Stuart Doole heads the development of new indexes at MSCI, where he leads a global team that builds indexes tailored to the needs of a range of institutional investors. In the following Q&A, Stuart discusses his conversations with investors since the start of the coronavirus pandemic, the evolution of ESG investing since the launch of the MSCI KLD 400 Social Index and how MSCI uses AI and machine learning in developing ESG indexes.
In your recent conversations with investors, what are you hearing?
The coronavirus pandemic has investors looking at the sustainability of companies in a broader sense. The sense is that ESG is supposed to assess companies’ resilience to exogenous events, as our research suggests that it has. Apart from the pandemic, investors are interested in how they can build standards into indexes that allow them to, say, distribute a sustainable exchange-traded fund across countries that each have their own set of rules. Some central bankers with whom we’ve spoken are interested in how ESG ratings map to the UN Sustainable Development Goals (SDGs), which can inform their view of how micro interests build up to macroprudential interests.
Can you talk a bit about building ESG indexes?
Our job is to anticipate how investors may apply ESG investing to strategies, and what benchmarks or indexes they may then need. For example, with factors, we saw some early interest from clients in strategies that might embed ESG into a minimum-volatility approach and also in ways to reduce the environmental exposure of value investing. So we built a framework for incorporating ESG into factor indexes. A few years down the road, strategies involving ESG and factor indexes have gathered a lot of assets. Investors want indexes tailored to their unique needs, whether to reflect their own views or because it’s something their investment committee has directed. So, for example, if a pension fund supports efforts to limit the rise in global temperatures by 2 degrees Celsius through its investment strategy, it may want the carbon footprint of its index to be, say, 30% lower than the market-capitalized index alongside a reduction compared to prior years and improved systematic allocations toward climate-solutions companies. It’s very natural that we customize indexes to meet client needs but you can only do that in a responsive and nimble way if you’ve done the background work. With our knowledge and our tools, we can do that.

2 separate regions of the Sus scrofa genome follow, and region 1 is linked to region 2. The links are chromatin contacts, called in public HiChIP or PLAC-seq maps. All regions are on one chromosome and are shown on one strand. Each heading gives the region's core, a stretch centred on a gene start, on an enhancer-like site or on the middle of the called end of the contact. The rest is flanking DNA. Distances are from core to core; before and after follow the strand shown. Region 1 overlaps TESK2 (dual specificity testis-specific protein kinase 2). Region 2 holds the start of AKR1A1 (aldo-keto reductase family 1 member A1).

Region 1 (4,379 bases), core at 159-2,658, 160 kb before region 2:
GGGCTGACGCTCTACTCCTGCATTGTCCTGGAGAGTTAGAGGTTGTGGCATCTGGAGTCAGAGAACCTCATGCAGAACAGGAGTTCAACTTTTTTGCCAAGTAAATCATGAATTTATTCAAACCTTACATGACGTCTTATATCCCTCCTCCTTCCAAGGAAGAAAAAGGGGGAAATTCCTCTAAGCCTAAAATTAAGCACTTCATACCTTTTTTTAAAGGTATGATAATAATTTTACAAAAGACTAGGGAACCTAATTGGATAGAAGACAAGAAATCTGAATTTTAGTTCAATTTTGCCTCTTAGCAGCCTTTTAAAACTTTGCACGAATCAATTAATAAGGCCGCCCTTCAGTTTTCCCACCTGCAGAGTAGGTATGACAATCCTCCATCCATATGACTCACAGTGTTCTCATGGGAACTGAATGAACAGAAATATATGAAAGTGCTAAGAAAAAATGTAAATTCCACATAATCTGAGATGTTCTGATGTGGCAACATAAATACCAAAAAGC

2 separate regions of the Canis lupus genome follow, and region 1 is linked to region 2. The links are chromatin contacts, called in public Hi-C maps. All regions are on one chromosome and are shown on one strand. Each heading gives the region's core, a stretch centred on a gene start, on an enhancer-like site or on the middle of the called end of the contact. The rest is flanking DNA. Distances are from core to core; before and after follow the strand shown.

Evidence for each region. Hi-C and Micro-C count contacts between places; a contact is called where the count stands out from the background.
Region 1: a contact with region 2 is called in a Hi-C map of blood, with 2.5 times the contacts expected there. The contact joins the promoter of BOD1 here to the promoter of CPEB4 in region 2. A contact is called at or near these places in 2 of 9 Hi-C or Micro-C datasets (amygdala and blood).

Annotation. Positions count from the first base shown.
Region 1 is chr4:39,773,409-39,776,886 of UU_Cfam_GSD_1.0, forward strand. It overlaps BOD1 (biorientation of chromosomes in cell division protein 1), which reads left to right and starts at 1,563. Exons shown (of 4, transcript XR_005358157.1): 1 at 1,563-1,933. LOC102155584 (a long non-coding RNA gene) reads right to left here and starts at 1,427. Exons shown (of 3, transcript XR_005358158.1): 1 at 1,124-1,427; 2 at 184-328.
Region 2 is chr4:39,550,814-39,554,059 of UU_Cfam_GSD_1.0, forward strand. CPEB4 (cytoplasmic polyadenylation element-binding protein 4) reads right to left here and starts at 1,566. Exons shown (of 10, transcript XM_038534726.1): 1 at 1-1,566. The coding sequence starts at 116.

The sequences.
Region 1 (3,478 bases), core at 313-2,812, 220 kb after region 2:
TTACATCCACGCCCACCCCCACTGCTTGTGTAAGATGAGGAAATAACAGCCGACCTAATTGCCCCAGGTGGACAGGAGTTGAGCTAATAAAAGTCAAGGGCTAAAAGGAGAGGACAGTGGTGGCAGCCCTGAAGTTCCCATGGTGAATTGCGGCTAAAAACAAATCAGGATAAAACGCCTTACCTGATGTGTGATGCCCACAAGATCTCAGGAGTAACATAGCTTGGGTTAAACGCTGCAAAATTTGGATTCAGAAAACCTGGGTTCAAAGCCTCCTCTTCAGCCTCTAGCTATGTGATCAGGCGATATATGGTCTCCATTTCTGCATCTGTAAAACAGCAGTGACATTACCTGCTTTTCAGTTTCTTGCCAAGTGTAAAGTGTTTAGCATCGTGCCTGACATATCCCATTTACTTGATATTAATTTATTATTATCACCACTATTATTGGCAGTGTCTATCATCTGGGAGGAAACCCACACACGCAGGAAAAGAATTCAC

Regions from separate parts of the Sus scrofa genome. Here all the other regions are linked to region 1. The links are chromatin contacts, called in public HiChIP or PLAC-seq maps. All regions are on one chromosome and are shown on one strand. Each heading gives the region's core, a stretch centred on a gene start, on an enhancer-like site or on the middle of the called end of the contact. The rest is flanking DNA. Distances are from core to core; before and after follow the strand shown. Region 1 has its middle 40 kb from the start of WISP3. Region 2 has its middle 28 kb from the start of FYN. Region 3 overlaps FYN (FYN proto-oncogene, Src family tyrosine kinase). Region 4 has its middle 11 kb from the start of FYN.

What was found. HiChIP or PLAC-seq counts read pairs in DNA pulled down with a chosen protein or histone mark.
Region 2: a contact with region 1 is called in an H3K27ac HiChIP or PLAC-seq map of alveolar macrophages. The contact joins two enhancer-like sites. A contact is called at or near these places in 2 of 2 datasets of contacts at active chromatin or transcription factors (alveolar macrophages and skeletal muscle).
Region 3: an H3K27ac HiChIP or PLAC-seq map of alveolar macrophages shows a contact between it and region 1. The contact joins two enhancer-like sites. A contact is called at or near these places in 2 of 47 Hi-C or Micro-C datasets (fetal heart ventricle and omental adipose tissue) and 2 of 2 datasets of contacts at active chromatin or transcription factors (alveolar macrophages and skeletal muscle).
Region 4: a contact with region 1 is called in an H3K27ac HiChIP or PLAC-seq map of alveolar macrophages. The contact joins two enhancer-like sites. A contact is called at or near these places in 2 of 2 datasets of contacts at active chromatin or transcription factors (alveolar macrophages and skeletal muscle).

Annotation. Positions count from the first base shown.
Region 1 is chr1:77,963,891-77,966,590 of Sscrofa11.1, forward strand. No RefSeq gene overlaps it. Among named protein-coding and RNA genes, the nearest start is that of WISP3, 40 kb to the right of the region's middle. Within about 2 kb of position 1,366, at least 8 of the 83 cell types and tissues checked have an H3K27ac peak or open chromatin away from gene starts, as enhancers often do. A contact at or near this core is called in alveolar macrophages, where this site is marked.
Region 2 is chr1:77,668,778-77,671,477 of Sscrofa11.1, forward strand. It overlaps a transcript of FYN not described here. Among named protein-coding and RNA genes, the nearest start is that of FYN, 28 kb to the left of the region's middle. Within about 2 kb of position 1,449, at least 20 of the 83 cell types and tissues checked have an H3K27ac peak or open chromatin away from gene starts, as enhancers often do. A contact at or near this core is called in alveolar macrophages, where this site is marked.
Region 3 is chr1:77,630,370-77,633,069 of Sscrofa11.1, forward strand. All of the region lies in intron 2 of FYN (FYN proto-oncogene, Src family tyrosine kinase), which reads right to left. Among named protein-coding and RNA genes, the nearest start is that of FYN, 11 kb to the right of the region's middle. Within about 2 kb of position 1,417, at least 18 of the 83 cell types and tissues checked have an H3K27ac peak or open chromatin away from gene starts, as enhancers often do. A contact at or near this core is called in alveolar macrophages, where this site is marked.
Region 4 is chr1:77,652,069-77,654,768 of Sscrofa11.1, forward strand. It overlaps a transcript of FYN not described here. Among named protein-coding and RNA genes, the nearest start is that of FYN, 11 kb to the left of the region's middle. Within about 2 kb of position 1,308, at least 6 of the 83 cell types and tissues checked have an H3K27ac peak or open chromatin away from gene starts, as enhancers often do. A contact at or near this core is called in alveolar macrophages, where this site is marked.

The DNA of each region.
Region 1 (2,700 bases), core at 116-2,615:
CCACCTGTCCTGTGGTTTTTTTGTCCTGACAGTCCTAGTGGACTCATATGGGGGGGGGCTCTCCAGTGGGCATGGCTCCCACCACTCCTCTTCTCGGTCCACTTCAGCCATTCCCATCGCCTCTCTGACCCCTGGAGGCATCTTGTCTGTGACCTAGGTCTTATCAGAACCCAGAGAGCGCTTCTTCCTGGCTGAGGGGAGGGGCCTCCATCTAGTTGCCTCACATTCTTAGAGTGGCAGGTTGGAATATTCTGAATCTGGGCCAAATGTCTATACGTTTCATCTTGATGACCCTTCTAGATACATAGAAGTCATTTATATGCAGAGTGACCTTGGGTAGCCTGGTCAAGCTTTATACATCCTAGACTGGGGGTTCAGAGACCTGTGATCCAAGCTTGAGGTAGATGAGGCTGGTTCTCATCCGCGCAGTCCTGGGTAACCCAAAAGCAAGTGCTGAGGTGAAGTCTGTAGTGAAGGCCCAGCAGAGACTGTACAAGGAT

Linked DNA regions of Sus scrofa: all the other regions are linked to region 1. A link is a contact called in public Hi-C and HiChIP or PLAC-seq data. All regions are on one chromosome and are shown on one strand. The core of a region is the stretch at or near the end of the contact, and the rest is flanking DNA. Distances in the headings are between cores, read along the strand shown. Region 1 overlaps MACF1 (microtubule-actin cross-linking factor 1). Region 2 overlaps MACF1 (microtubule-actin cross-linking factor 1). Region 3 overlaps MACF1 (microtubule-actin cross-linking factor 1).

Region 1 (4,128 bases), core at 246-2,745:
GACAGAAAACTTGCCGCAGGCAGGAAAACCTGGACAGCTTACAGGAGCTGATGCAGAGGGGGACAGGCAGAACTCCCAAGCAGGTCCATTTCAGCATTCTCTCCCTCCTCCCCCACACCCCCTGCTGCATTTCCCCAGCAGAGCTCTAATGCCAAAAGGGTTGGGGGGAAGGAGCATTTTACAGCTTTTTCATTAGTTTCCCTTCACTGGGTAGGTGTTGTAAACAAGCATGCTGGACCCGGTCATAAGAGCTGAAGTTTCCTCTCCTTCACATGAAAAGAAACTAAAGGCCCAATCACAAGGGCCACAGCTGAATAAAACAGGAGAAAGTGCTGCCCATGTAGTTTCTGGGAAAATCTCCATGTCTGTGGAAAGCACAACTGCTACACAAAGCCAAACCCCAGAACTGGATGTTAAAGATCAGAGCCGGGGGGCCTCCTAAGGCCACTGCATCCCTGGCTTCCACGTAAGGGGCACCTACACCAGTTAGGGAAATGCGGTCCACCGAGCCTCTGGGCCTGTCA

Where is ESG index construction going, particularly with advances in artificial intelligence and machine-learning applications?
The inputs for ESG ratings have always been a mixture of corporate disclosures and alternative data, such as information from third parties or nongovernmental organizations. With artificial intelligence, we’re able to train computers to help identify themes for indexes as well as risks for companies. We can leverage machine-learning techniques such as topic modeling and natural language processing to inform our data gathering for ESG datapoints, as well as create flexibility and scalability for ESG indexes. For a thematic index like clean tech, you might start with a concept and a description or some key ideas. But you’re still a long way from building an index of individual companies. We don’t go out and search the internet for a document that happens to mention, for example, Apple and clean tech. That would lead you to all sorts of nonsense. Instead, we might build a dictionary of words that are dense in documents, whose relevance to our concept we can quantify and that we can match up against companies’ business filings, websites and other information to help us identify possible constituents.
As the work becomes more automated, how is the role of ESG analysts changing?
With automation, the volume and range of information available keep increasing. While the machines provide a first level of data selection and analysis, we refine it with the help of analysts, which raises the quality and richness of our analysis significantly. Remember that everyone used to do all this work manually, so we were at a high quality already. The technology improves our ability to analyze and extract meaning from unstructured data on a much larger scale. So we can investigate many more companies more quickly. By using machines to preselect information, we allow analysts to focus on their industry expertise. The machine does a first review. The analyst has the final say. It’s a marriage of the two, but there’s always a human in the mix.